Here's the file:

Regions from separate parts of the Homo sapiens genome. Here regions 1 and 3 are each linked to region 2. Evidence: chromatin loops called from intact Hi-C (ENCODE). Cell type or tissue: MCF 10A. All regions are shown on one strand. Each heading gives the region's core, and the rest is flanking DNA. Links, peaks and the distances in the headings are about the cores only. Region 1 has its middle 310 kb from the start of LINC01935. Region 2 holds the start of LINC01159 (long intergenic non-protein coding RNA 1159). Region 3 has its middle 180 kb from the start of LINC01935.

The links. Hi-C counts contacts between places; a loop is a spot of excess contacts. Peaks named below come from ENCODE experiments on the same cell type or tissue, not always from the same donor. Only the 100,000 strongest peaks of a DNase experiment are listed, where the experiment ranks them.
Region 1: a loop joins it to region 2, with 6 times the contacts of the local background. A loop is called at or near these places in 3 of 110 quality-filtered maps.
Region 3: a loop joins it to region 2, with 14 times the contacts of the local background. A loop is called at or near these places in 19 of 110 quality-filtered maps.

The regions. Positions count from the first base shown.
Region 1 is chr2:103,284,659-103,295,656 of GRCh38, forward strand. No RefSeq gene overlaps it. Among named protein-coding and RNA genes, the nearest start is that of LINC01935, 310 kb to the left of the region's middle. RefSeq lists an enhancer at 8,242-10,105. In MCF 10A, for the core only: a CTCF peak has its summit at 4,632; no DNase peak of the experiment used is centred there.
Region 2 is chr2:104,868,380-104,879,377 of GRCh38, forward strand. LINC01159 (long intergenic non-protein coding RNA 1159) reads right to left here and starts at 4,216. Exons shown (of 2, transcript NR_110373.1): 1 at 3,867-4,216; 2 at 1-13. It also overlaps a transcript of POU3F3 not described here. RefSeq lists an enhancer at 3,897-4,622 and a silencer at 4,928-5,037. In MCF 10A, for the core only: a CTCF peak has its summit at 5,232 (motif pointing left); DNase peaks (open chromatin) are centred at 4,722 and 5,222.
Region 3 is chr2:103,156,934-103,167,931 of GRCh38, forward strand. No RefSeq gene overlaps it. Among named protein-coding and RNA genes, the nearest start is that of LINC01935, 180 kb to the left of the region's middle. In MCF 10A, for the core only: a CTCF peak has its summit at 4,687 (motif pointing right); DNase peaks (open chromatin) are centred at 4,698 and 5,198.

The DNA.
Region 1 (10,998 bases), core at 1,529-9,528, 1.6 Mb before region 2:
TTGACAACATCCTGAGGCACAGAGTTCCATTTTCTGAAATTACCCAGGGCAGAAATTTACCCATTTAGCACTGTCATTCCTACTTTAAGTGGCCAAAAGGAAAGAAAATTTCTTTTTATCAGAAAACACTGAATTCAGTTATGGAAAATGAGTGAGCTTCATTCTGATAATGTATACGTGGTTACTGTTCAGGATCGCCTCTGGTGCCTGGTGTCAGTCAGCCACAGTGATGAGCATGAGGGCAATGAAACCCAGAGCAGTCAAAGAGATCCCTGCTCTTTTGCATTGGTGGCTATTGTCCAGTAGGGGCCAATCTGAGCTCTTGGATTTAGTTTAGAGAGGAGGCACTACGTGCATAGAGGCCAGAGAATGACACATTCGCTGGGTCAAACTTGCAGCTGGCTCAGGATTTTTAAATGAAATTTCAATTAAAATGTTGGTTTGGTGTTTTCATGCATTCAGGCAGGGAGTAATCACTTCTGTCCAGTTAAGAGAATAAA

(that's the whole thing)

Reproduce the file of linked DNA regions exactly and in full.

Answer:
Regions from separate parts of the Homo sapiens genome. Here regions 1 and 3 are each linked to region 2. Evidence: chromatin loops called from intact Hi-C (ENCODE). Cell type or tissue: MCF 10A. All regions are shown on one strand. Each heading gives the region's core, and the rest is flanking DNA. Links, peaks and the distances in the headings are about the cores only. Region 1 has its middle 310 kb from the start of LINC01935. Region 2 holds the start of LINC01159 (long intergenic non-protein coding RNA 1159). Region 3 has its middle 180 kb from the start of LINC01935.

The links. Hi-C counts contacts between places; a loop is a spot of excess contacts. Peaks named below come from ENCODE experiments on the same cell type or tissue, not always from the same donor. Only the 100,000 strongest peaks of a DNase experiment are listed, where the experiment ranks them.
Region 1: a loop joins it to region 2, with 6 times the contacts of the local background. A loop is called at or near these places in 3 of 110 quality-filtered maps.
Region 3: a loop joins it to region 2, with 14 times the contacts of the local background. A loop is called at or near these places in 19 of 110 quality-filtered maps.

The regions. Positions count from the first base shown.
Region 1 is chr2:103,284,659-103,295,656 of GRCh38, forward strand. No RefSeq gene overlaps it. Among named protein-coding and RNA genes, the nearest start is that of LINC01935, 310 kb to the left of the region's middle. RefSeq lists an enhancer at 8,242-10,105. In MCF 10A, for the core only: a CTCF peak has its summit at 4,632; no DNase peak of the experiment used is centred there.
Region 2 is chr2:104,868,380-104,879,377 of GRCh38, forward strand. LINC01159 (long intergenic non-protein coding RNA 1159) reads right to left here and starts at 4,216. Exons shown (of 2, transcript NR_110373.1): 1 at 3,867-4,216; 2 at 1-13. It also overlaps a transcript of POU3F3 not described here. RefSeq lists an enhancer at 3,897-4,622 and a silencer at 4,928-5,037. In MCF 10A, for the core only: a CTCF peak has its summit at 5,232 (motif pointing left); DNase peaks (open chromatin) are centred at 4,722 and 5,222.
Region 3 is chr2:103,156,934-103,167,931 of GRCh38, forward strand. No RefSeq gene overlaps it. Among named protein-coding and RNA genes, the nearest start is that of LINC01935, 180 kb to the left of the region's middle. In MCF 10A, for the core only: a CTCF peak has its summit at 4,687 (motif pointing right); DNase peaks (open chromatin) are centred at 4,698 and 5,198.

The DNA.
Region 1 (10,998 bases), core at 1,529-9,528, 1.6 Mb before region 2:
TTGACAACATCCTGAGGCACAGAGTTCCATTTTCTGAAATTACCCAGGGCAGAAATTTACCCATTTAGCACTGTCATTCCTACTTTAAGTGGCCAAAAGGAAAGAAAATTTCTTTTTATCAGAAAACACTGAATTCAGTTATGGAAAATGAGTGAGCTTCATTCTGATAATGTATACGTGGTTACTGTTCAGGATCGCCTCTGGTGCCTGGTGTCAGTCAGCCACAGTGATGAGCATGAGGGCAATGAAACCCAGAGCAGTCAAAGAGATCCCTGCTCTTTTGCATTGGTGGCTATTGTCCAGTAGGGGCCAATCTGAGCTCTTGGATTTAGTTTAGAGAGGAGGCACTACGTGCATAGAGGCCAGAGAATGACACATTCGCTGGGTCAAACTTGCAGCTGGCTCAGGATTTTTAAATGAAATTTCAATTAAAATGTTGGTTTGGTGTTTTCATGCATTCAGGCAGGGAGTAATCACTTCTGTCCAGTTAAGAGAATAAA